Reviews, profiles and news about movies in Chicago

Review: The Club

Drama, Recommended, World Cinema No Comments »


Four disgraced, abusive Roman Catholic priests live quietly by the remote seaside in “The Club” (El club), the latest drama from Chilean director Pablo Larraín (“Tony Manero,” 2008; “No,” 2012). Guilt and denial about Chile’s past and the predations of Pinochet run deeply through Larraín’s work and the hothouse atmosphere, steeped in tragedy and in darkest comedy, open another door to a society’s dark past. Read the rest of this entry »

Review: Fireworks Wednesday

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Master filmmaker Asghar Farhadi has a seventh feature in post-production, but the director of “The Past” and “A Separation” has had a welcome, if uncommon high profile in American art-houses, with a first theatrical release of 2009’s “About Elly” last year, and now his third feature, 2006’s “Fireworks Wednesday” (Chaharshanbe-Soori). Farhadi’s superb directorial attributes include immaculate production design, the blocking of actors inside lovingly detailed locations and a sure sense of suspense, which often simmers when the most commonplace of gestures is mistaken for the deepest betrayal. Read the rest of this entry »

Review: The Measure of a Man

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French film stalwart Vincent Lindon offers one of his most engaging performances in memory in the muted drama “Measure of a Man,” as Thierry, an unemployed working-class husband and father of a mentally challenged teenager, who returns to the workplace after nearly two years of unemployment. (The French title of “La loi du marché,” translates roughly to “The Law of the Market.”) Read the rest of this entry »

Review: In Harmony

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En equilibre 02


Denis Dercourt’s “In Harmony” (En équilibre) pits a willful stuntman (Albert Dupontel) who loses use of his legs after a fall from a horse against a woman, an insurance adjuster, who had intended to be a pianist (Cécile De France) but was thwarted early. Read the rest of this entry »

Review: Mountains May Depart

Romance, World Cinema No Comments »



Jia Zhangke’s heartfelt, melancholy, ever-mysterious eighth feature, “Mountains May Depart,” is an intimate drama that, on a globalized level, teems with enigma and patterns with grace. On black, under the main titles, we hear birds and the sea. Young Chinese men and women dance in a line in a nondescript hall while we hear the Pet Shop Boys’ cover of the Village People’s “Go West.” The camera moves in. They’re happy. A title arrives: “1999.” Fireworks erupt. Read the rest of this entry »

Review: No Home Movie

Documentary, Drama, Recommended, World Cinema No Comments »


The cumulative impact of “No Home Movie” is of being slammed against a brick wall. Full stop. The great Chantal Akerman’s final feature, at the age of sixty-five before taking her own life, is a bittersweet testament about the final years and last spaces of her beloved mother’s life. A Holocaust survivor and recurrent figure in Akerman’s work, Natalia is the subject of moments that Akerman calls “rough-hewn,” “raw material.” Her poetic filmmaker’s statement about her essay film continues, “The film wanders without our really knowing where it’s going. And yet, it can only lead us to one thing, death.” Read the rest of this entry »

Review: Remember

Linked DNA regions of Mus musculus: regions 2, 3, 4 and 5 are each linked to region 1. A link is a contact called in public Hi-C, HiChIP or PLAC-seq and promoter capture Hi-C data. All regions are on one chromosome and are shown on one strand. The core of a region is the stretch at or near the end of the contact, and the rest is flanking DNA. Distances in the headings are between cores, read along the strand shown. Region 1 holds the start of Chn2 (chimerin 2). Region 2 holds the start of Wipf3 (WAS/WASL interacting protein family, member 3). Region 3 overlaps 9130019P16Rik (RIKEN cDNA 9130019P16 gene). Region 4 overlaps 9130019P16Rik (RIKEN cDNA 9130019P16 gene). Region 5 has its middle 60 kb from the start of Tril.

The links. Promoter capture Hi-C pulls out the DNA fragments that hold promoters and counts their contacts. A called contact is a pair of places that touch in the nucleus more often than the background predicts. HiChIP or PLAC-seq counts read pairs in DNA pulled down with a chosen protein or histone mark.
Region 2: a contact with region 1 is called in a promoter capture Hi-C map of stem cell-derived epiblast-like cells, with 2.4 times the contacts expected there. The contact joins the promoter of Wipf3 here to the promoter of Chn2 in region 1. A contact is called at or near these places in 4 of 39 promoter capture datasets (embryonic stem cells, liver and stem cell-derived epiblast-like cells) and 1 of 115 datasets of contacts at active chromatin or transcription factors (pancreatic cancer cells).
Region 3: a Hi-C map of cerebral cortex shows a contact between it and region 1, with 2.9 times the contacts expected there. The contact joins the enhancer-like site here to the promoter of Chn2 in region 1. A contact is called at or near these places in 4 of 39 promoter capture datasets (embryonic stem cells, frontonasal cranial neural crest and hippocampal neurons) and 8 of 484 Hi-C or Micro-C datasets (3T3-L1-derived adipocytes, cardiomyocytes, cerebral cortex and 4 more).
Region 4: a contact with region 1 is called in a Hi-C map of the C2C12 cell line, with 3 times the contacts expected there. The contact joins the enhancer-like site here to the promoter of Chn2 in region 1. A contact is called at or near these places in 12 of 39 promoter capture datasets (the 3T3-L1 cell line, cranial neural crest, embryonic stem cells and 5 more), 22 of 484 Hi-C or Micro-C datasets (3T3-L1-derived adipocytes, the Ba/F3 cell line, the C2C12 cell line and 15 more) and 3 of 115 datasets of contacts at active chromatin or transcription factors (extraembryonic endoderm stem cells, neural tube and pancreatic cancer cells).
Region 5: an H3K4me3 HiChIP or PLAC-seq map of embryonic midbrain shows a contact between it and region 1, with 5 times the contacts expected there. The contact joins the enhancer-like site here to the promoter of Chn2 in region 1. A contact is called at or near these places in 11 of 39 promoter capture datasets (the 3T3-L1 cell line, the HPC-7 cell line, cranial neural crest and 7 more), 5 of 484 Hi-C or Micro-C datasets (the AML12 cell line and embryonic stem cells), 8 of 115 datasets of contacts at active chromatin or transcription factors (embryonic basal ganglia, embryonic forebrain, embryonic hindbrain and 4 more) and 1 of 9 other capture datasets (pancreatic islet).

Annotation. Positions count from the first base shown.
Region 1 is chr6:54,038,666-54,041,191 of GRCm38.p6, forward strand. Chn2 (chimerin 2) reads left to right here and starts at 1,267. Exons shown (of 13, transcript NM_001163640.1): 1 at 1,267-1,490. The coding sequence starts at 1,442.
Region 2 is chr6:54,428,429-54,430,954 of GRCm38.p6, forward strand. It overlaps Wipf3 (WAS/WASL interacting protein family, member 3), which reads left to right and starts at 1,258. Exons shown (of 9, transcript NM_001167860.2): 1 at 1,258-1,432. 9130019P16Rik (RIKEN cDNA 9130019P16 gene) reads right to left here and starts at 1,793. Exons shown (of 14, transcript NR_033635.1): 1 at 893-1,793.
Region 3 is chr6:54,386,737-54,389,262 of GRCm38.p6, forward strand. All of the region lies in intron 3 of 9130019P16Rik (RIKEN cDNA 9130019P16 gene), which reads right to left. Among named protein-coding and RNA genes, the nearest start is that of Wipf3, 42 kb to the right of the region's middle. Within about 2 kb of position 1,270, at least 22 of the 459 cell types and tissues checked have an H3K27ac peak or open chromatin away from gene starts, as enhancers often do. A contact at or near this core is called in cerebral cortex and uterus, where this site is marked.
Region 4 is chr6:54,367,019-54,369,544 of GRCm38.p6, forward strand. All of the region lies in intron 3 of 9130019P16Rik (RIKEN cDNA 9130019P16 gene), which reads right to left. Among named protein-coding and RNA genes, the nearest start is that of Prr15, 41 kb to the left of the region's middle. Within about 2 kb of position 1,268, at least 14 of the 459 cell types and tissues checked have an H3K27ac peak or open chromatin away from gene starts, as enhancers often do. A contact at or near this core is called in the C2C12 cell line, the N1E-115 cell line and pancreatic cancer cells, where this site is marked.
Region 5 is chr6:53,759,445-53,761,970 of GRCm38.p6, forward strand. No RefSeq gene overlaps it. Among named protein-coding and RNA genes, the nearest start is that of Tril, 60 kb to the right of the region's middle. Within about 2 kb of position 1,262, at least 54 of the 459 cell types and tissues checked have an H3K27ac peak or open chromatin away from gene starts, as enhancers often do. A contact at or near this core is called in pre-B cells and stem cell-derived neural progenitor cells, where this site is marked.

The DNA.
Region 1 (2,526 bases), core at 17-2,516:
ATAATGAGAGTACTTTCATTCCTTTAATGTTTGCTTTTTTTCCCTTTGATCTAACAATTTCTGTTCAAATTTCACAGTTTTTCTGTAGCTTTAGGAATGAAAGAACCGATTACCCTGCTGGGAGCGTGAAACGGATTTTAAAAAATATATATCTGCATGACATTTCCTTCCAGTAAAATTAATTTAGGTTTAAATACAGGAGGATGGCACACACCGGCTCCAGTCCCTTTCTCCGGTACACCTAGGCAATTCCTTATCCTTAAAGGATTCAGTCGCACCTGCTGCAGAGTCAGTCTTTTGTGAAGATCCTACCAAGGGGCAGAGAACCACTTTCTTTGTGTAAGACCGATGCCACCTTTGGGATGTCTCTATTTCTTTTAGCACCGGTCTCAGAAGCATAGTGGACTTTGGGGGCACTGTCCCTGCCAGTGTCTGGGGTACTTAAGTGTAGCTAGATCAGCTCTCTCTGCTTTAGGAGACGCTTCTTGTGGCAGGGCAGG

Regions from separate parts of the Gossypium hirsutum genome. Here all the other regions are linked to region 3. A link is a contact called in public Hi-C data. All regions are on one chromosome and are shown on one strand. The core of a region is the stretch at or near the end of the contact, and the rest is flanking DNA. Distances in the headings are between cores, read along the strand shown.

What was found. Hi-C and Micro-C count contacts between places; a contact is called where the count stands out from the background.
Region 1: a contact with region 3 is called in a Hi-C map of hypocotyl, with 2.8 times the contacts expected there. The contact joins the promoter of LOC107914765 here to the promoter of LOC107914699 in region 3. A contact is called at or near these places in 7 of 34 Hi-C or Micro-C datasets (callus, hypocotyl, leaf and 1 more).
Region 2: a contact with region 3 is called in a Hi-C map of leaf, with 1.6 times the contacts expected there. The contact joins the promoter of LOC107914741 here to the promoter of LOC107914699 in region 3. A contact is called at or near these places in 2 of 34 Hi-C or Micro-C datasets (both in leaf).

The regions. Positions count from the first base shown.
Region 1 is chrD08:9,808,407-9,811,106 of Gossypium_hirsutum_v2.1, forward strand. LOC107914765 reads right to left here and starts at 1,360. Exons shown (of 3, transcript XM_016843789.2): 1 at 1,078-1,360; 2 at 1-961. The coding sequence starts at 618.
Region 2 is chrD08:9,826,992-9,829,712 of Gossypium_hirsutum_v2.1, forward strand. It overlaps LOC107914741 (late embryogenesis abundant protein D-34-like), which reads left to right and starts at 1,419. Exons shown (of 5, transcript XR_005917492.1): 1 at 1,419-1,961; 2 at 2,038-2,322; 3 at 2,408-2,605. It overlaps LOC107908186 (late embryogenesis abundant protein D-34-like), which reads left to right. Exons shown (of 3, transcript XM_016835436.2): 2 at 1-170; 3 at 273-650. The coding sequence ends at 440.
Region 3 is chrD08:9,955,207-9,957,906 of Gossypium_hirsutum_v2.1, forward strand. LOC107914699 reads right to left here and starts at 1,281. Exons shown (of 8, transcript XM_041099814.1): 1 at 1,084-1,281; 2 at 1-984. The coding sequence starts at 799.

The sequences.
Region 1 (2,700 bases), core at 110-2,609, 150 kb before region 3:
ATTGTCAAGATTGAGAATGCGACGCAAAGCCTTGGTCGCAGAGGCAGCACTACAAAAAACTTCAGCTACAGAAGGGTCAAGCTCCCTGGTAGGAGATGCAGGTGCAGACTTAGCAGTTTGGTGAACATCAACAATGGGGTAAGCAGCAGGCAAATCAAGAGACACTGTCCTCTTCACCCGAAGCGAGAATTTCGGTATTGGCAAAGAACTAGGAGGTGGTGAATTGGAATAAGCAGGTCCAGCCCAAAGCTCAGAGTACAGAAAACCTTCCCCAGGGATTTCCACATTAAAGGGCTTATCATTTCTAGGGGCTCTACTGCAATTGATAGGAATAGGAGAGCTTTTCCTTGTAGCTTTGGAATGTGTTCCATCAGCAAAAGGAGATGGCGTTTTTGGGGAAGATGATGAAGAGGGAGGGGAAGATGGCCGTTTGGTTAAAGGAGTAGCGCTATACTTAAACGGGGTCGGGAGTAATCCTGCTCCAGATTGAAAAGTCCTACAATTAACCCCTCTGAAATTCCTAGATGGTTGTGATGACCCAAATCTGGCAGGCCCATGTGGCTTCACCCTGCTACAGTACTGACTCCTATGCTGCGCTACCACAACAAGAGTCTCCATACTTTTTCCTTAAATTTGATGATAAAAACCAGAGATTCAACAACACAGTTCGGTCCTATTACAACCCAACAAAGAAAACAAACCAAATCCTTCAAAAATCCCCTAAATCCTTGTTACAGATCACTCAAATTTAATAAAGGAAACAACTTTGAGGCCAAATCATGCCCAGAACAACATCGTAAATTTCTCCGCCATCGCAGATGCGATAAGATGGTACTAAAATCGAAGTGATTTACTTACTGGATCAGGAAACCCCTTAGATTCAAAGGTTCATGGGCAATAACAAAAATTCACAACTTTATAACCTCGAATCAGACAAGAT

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Plummer Remember


Working from Benjamin August’s debut script, which attempts Hitchcockian scrappiness and “Memento”-like pathos, Atom Egoyan’s revenge thriller “Remember” is one of his most peculiar pictures in a roller-coaster career of three decades, but boasts a central performance of the most unlikely plausibility but the most thrilling particulars. Christopher Plummer plays ninety-year-old Zev, a man of failing faculties, a widower of only a few weeks, who is dispatched by his wheelchair-using retirement home compatriot, Max (Martin Landau) to carry out the execution of a guard who had murdered their families at Auschwitz. Read the rest of this entry »

Review: Sweet Bean

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Naomi Kawase’s “Sweet Bean” (An) is an understated drama of community and friendship (and flavorful red bean paste served between pancakes) that quickly takes a historical swerve. Read the rest of this entry »

Review: I Don’t Belong Anywhere—The Cinema of Chantal Akerman

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In just over an hour, Belgian filmmaker Marianne Lambert’s now-bittersweet documentary “I Don’t Belong Anywhere: The Cinema Of Chantal Akerman” (2015), spans the four decades of the great filmmaker’s work, providing a coherent map as well as insights even for viewers already familiar with her essential work. And, with Akerman’s passing, its form as an unintentional tribute makes its existence even more virtuous. Read the rest of this entry »

Reel Truth: Behind Doc10, Chicago’s Newest Film Fest

Chicago Artists, Documentary, Events, Festivals, World Cinema No Comments »

Werner Herzog’s “Lo & Behold”

By Ray Pride

After two years of Docs at the Box, a spring showcase of new nonfiction at the Music Box, programmed by journalist-programmer Anthony Kaufman, a larger event, expanding the work of the nonprofit Chicago Media Project, will take its place. The quartet behind the long weekend, which will augment Chicago debut attractions with post-screening discussions, interactive events and panels, are Kaufman, CMP co-founder and board chair Steve Cohen, CMP co-founder and executive director Paula Froehle and festival coordinator Sarah Nobles.

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